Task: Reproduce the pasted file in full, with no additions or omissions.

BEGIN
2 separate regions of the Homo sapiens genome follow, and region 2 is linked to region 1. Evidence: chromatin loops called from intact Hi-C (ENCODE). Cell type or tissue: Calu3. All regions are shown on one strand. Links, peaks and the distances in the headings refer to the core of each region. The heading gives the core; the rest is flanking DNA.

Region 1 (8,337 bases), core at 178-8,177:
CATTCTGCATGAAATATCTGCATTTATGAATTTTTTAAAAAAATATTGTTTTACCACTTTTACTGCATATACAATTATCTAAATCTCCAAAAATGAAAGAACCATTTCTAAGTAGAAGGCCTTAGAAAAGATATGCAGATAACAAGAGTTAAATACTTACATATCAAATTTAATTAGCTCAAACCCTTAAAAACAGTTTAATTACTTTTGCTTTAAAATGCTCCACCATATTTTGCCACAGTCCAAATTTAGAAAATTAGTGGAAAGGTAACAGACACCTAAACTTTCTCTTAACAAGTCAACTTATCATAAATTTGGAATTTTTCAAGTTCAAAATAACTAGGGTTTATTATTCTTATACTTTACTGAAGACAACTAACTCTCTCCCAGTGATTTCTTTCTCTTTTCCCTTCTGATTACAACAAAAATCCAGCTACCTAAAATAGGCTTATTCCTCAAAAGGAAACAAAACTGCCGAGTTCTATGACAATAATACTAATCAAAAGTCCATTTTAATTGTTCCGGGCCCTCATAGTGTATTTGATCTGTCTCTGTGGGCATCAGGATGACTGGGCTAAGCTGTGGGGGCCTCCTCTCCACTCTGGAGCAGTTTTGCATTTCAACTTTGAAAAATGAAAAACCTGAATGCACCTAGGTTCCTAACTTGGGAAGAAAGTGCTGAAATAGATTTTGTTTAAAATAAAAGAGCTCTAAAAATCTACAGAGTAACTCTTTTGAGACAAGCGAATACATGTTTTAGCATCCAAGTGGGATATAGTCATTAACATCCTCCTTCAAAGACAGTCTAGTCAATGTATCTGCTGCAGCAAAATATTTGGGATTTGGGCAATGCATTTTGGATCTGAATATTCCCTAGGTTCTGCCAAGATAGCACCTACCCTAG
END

2 separate regions of the Homo sapiens genome follow, and region 2 is linked to region 1. Evidence: chromatin loops called from intact Hi-C (ENCODE). Cell type or tissue: Calu3. All regions are shown on one strand. Links, peaks and the distances in the headings refer to the core of each region. The heading gives the core; the rest is flanking DNA.

Region 1 (8,337 bases), core at 178-8,177:
CATTCTGCATGAAATATCTGCATTTATGAATTTTTTAAAAAAATATTGTTTTACCACTTTTACTGCATATACAATTATCTAAATCTCCAAAAATGAAAGAACCATTTCTAAGTAGAAGGCCTTAGAAAAGATATGCAGATAACAAGAGTTAAATACTTACATATCAAATTTAATTAGCTCAAACCCTTAAAAACAGTTTAATTACTTTTGCTTTAAAATGCTCCACCATATTTTGCCACAGTCCAAATTTAGAAAATTAGTGGAAAGGTAACAGACACCTAAACTTTCTCTTAACAAGTCAACTTATCATAAATTTGGAATTTTTCAAGTTCAAAATAACTAGGGTTTATTATTCTTATACTTTACTGAAGACAACTAACTCTCTCCCAGTGATTTCTTTCTCTTTTCCCTTCTGATTACAACAAAAATCCAGCTACCTAAAATAGGCTTATTCCTCAAAAGGAAACAAAACTGCCGAGTTCTATGACAATAATACTAATCAAAAGTCCATTTTAATTGTTCCGGGCCCTCATAGTGTATTTGATCTGTCTCTGTGGGCATCAGGATGACTGGGCTAAGCTGTGGGGGCCTCCTCTCCACTCTGGAGCAGTTTTGCATTTCAACTTTGAAAAATGAAAAACCTGAATGCACCTAGGTTCCTAACTTGGGAAGAAAGTGCTGAAATAGATTTTGTTTAAAATAAAAGAGCTCTAAAAATCTACAGAGTAACTCTTTTGAGACAAGCGAATACATGTTTTAGCATCCAAGTGGGATATAGTCATTAACATCCTCCTTCAAAGACAGTCTAGTCAATGTATCTGCTGCAGCAAAATATTTGGGATTTGGGCAATGCATTTTGGATCTGAATATTCCCTAGGTTCTGCCAAGATAGCACCTACCCTAG